The History and Flavors of Pike Place Market With Eat Seattle

A new food tour shows off the best of Seattle's famous farmers market.

There is a lot happening at Pike Place Market. Even after more than a decade in Seattle, I still haven’t discovered everything this 108-year-old farmers market contains. Case in point: a lovely patio that is home to the senior center garden, where you can admire gorgeous herbs, lettuces and other vegetables as well as a fantastic view of Elliott Bay and Seattle’s Great Wheel. But we’ll get back to that.

Eat Seattle is the new food tour on the block, giving small groups (they cap their tours at 10 people) an informative and tasty tour of different spots in the market. Chefs lead the tours—Cris Miller headed up this particular tour—which means you get to see a side of the market you might not otherwise get.

There were nine stops on the tour, starting with coffee and ending with chocolate. Each stop had something to try while Cris would discuss backgrounds of the business, the food sample and the market itself.

First stop: Local Color for a sample of Caffe Vita’s coffee. This coffee shop (where the owners were behind the counter) features local artists, and on this day had a great selection of paintings, mixed-media pieces, drawings and jewelry. The group settled into chairs and couches at the back of the shop and enjoyed coffee while Cris spoke about Local Color and about Caffe Vita, which started in Seattle’s Queen Anne neighborhood. Once caffeinated, we moved on, heading just down the street.

 Eat Seattle tour

While you can’t miss Beecher's Cheese if you visit the market, on this tour you get to try samples and learn about their process for making cheese. “Squeaky” cheese, or cheese curds, was passed around, as was a sample of Beecher's famous Flagship cheese and some of their mac and cheese. My favorite new-to-me fact: the milk trucks that deliver the milk to Beecher's use gravity to move the milk from the truck into the storage tanks. If you can’t picture it, it'll become clear during this stop of the tour.

At Frank’s Produce, things were switched up a bit: Cris pulled out an as-yet-unopened cooler, and from it she pulled a hand-held vegetable pocket for each person on the tour, handmade by her. It’s a great touch. See the ingredients, and then eat them in a dish. (She also gave everyone a great tip for saving wilted asparagus, but you’ll have to ask her.)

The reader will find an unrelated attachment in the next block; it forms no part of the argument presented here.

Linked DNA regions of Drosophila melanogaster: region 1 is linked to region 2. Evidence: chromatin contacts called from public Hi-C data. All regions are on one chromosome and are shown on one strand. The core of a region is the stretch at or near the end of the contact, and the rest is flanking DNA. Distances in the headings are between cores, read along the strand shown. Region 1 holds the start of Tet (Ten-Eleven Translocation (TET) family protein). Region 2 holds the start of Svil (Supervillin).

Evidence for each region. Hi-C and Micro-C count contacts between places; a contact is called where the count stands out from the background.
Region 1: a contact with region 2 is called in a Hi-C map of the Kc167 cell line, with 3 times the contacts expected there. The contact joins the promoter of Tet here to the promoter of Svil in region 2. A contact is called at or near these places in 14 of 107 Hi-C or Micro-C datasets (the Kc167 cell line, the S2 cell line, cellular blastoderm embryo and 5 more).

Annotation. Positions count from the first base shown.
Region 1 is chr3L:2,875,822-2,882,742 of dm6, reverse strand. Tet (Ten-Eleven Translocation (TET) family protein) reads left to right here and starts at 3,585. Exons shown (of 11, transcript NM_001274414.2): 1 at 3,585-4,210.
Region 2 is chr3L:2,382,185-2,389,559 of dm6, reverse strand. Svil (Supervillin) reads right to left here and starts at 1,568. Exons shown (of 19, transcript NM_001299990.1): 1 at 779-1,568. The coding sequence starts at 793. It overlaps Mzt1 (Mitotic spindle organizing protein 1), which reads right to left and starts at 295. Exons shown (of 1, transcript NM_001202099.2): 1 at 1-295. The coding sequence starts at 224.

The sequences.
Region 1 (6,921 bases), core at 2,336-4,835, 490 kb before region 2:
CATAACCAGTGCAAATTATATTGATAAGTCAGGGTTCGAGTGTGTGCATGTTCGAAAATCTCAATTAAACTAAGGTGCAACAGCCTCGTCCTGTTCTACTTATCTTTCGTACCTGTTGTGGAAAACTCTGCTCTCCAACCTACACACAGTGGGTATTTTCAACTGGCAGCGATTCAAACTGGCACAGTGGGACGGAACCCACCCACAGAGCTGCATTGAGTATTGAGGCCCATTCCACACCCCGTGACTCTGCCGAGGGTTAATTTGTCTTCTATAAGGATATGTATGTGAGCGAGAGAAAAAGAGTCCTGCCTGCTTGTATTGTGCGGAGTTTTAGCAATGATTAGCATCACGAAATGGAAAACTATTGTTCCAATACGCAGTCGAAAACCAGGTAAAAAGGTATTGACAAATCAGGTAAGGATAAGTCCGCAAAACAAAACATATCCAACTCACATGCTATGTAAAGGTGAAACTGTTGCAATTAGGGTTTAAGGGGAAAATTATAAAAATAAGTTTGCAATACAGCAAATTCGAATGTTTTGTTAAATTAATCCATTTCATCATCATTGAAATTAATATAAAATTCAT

We’ll call everything up until now the appetizer section of the tour. Next, we moved on to main dishes.

BB Ranch stop on the Eat Seattle tour

First, BB Ranch, a market butcher that still has an original, working scale where farmers would hang carcasses in the early days of the market. Cris spoke about the business, one of the only places around that does dry aging, while everyone munched on a sample of cured meats, candied bacon and bacon chocolate.

From there, a quick stop at Britt’s Pickles, a place that makes pickles the old-fashioned way, with fermentation instead of vinegar. We did shots of pickle juice (really, try it!) and sampled the pickles, kimchee and sauerkraut. My personal favorite is the curry sauerkraut, a staple in my own kitchen.

Next was a quick detour from “main dishes.” We stopped in the aforementioned new-to-me garden patio, which is around the corner from the MarketSpice shop. It was here that Cris talked about both MarketSpice—the go-to spot for spices and tea by chefs and all kinds of locals—and the garden itself while passing around a beautiful mousse pie made with MarketSpice ingredients. If you find yourself on the patio, look closely at the garden beds. You’ll find one for Eat Seattle!

When playing a tourist, a series of protein-dessert-protein-dessert is totally acceptable, so the next stop was Uli’s Famous Sausage, another market staple. Hailing from Germany, Uli Lengenberg is a specially trained and certified Meister. Uli’s makes more than just traditional German sausage, including South African varieties, chorizo and chicken sausage. The samples included a few different types of sausage plus sauerkraut.

From Uli’s we went to Pure Food Fish Market for some of the smoked salmon. Here, Cris offered some seafood tips, and explained the importance of knowing where your seafood is coming from. She also offered this handy tip: Pure Foods Fish Market can ship fresh seafood back to your home, if you’d like to share a bit of your Seattle experience with family (or just extend the feeling of your trip for an extra dinner).

Indi Chocolate

The final food stop of the tour was Indi Chocolate, a bean-to-bar chocolate company I discovered a few months ago. Here, we got to try not just the edible chocolate but also sample the chocolate lotion and the chocolate lip balm. Indi is a great stop for gifts—they also have soap, brand-new chocolate rubs for meat and seafood and other chocolate-lover gifts.

The tour is filled with information about food and the history of the market, of the individual businesses and of the city. And with such a small group, there is plenty of time to ask questions and chat with others in the group. And, added bonus, if you enjoy the chef-made treats along the tour, they can send you the recipe!

Starting in June, Eat Seattle is adding another tour option: Cooking classes! Tour the market with a chef, where the group will also pick up ingredients for a three-course meal. After the tour, the group cooks the meal in the market’s Atrium Kitchen, and then gets to enjoy all their work. Check the website for schedules.

Regular food tours happen at 10 am Thursday-Saturday, but again, check the website for the latest offerings. After the tour, you’ll receive a card that gets you 10-15 percent off at the vendors visited, so don’t worry if you can’t decide between the chocolate mint or the chocolate orange lotion. There’s plenty of time to go back and try ‘em out once more.